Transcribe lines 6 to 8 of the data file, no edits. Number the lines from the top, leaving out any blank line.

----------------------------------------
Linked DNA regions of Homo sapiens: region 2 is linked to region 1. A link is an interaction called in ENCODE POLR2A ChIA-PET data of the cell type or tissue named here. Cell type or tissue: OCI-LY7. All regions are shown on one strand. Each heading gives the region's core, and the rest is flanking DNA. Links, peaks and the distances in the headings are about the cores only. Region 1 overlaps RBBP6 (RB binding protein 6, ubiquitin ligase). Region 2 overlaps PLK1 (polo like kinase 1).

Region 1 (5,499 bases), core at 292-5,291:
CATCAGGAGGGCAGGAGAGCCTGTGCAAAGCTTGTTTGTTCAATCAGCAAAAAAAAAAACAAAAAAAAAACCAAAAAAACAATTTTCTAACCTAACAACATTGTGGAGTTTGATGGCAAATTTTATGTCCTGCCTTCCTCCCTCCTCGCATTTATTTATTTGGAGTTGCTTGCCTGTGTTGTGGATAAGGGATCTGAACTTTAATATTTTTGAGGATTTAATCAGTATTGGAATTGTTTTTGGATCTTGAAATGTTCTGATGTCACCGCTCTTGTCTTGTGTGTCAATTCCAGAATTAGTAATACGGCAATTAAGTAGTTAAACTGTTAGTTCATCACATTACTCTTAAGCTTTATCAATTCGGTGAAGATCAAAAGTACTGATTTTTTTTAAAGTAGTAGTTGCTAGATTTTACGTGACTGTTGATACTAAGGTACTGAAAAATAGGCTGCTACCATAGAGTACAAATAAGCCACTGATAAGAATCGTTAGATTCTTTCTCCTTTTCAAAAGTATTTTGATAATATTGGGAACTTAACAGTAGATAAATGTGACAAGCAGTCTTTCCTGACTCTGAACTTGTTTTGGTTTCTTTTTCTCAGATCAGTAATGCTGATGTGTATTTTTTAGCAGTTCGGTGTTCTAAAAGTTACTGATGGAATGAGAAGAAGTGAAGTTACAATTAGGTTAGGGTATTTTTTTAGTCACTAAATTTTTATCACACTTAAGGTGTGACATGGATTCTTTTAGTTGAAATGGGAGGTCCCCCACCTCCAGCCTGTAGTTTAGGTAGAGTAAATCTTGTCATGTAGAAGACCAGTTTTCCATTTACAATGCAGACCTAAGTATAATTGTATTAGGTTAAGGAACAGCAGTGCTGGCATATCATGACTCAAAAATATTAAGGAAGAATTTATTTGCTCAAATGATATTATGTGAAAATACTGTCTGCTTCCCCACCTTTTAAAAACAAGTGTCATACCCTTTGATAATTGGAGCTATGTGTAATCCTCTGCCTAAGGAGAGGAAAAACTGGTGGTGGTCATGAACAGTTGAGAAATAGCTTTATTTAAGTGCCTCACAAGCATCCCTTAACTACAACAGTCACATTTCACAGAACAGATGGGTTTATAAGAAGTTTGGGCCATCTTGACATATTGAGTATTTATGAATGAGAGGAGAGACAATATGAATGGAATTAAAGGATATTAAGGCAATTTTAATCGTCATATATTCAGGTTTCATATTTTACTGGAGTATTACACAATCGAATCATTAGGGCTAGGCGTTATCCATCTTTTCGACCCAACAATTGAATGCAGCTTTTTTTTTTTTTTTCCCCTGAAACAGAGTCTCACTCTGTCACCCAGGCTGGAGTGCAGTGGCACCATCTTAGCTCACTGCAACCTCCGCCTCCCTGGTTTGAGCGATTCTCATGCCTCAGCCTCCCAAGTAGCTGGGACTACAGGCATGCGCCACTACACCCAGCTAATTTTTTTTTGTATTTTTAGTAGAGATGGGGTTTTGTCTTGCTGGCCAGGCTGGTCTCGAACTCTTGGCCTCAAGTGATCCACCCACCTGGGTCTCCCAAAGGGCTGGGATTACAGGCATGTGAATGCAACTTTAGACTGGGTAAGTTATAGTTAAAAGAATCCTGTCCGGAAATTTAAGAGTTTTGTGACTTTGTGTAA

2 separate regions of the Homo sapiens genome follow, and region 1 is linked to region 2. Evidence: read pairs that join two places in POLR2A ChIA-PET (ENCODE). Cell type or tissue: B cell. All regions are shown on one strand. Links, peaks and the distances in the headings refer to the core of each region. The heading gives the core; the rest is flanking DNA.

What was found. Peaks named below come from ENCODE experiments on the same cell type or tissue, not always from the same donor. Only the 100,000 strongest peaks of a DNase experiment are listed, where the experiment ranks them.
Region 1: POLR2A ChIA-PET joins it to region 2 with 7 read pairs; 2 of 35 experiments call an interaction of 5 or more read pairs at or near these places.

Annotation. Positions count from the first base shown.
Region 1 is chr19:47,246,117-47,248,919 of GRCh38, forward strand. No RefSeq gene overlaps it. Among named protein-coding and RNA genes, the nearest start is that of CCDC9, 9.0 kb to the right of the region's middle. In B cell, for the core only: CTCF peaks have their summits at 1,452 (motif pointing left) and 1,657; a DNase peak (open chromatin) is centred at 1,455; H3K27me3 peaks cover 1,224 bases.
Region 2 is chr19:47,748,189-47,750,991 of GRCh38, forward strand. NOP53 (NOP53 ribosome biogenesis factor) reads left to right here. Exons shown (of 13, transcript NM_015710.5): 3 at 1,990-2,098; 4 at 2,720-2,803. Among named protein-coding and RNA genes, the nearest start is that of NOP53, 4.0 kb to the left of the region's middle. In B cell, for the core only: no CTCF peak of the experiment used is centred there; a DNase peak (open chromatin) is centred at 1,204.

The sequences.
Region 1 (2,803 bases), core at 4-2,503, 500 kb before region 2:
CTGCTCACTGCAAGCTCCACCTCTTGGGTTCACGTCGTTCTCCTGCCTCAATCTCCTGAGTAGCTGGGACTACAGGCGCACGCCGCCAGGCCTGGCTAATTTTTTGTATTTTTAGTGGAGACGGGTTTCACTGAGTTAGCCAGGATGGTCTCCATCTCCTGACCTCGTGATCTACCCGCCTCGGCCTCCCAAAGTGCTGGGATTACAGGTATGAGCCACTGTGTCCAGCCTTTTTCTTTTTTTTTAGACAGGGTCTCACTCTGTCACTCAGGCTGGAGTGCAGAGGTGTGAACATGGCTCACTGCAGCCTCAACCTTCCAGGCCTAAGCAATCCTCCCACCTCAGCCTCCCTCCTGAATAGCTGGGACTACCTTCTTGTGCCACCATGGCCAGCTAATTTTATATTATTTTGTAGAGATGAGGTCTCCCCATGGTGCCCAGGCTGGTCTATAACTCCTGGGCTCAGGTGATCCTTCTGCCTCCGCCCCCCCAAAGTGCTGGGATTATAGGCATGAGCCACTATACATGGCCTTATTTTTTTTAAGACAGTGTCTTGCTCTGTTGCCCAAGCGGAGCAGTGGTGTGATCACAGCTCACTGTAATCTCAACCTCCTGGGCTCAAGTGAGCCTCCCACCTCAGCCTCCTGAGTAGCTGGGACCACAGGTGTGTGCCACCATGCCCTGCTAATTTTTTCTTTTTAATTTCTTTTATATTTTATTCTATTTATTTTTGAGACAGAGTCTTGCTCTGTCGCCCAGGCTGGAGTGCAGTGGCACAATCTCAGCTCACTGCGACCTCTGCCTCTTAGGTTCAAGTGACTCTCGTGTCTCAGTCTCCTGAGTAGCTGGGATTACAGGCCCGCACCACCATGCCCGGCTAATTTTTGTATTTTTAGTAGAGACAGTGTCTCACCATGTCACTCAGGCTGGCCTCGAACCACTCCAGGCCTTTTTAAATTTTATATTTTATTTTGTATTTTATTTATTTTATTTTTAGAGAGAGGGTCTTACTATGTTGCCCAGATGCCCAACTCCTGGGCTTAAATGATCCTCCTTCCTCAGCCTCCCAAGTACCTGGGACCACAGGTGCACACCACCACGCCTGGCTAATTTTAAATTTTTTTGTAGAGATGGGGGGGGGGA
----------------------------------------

Region 1: POLR2A ChIA-PET joins it to region 2 with 7 read pairs; 2 of 35 experiments call an interaction of 5 or more read pairs at or near these places.

Annotation. Positions count from the first base shown.
Region 1 is chr19:47,246,117-47,248,919 of GRCh38, forward strand. No RefSeq gene overlaps it. Among named protein-coding and RNA genes, the nearest start is that of CCDC9, 9.0 kb to the right of the region's middle. In B cell, for the core only: CTCF peaks have their summits at 1,452 (motif pointing left) and 1,657; a DNase peak (open chromatin) is centred at 1,455; H3K27me3 peaks cover 1,224 bases.